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The Influence of Cryptic Lineaments upon Patterns of Iron Mineralization, Appalachian Plateau, Western Pennsylvania


Coyle, Previous HitPaulTop R.1 and Anderson, Thomas H. 2

1Coyle Geological Services, Pittsburgh, PA

2Department of Geology and Planetary Science, University of Pittsburgh, Pittsburgh, PA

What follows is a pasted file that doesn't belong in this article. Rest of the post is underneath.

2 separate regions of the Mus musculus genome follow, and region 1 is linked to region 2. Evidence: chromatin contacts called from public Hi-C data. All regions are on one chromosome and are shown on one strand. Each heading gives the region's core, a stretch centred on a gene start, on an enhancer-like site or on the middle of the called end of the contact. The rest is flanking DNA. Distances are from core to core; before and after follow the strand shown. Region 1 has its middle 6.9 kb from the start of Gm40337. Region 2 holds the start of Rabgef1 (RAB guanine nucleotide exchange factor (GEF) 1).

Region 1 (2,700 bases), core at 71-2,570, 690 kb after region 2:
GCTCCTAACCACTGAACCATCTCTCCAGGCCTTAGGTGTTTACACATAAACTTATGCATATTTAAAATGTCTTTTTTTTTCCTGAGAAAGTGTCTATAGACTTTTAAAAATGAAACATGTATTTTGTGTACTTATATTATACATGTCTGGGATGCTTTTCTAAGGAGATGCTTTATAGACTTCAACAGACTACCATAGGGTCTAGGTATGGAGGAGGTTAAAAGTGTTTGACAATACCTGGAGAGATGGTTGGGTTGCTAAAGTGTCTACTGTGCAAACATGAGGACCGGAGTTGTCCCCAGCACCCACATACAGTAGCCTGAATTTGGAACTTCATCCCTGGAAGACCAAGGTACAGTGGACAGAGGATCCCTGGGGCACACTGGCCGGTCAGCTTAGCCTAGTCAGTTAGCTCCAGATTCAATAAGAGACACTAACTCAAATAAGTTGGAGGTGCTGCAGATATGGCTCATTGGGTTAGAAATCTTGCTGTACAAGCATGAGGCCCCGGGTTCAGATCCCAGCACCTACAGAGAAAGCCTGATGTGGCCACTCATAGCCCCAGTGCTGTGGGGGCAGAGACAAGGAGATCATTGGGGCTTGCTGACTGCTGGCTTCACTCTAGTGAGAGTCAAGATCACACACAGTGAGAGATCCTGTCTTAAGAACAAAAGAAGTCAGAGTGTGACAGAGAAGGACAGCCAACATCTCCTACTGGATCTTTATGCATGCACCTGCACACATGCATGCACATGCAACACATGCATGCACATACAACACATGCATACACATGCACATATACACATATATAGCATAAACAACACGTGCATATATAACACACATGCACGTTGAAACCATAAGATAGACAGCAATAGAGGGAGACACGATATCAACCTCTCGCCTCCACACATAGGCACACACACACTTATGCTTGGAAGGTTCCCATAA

In the Allegheny Plateau of west central Pennsylvania siliceous iron rich Buhrstone composes a thin irregular layer 1 to 50 cm thick at the top of the Pennsylvanian marine Vanport Limestone. The Buhrstone horizon that may include iron-oxide, siderite, clay or a combination of these, is restricted to the Vanport. However, the mineralized layer is not everywhere present, as shown by outcrops and 970 drill-holes throughout an area of 4700 km2. Overlying strata consists, principally of shale and channels that locally cut through the Vanport and are filled with sandstone. Common Fe-stained strata, mineralized fossils and iron-filled fractures in and above the Vanport, indicate that the ore was precipitated. The occurrences of ore distinguish some elongate bodies that trend northwest and are parallel to a panel within which the channels are most extensively developed. The ore bodies, with the associated clay and siderite, and the sandstone channels delineate zones about 24 km wide. We interpret the margins of this zone to coincide with cryptic cross-strike discontinuities (CSD’s) with little or no surface expression.  Furthermore, changes in the generally northeasterly trend of folds, saddles located on anticlines and structural depressions in the Vanport Limestone occur at the intersection with the cryptic lineaments. The geological features recorded by the Vanport suggest that structural discontinuities control the distribution of the ore. Fluid flow-paths, parallel to lineaments striking N60oW, are also influenced by the cryptic structures.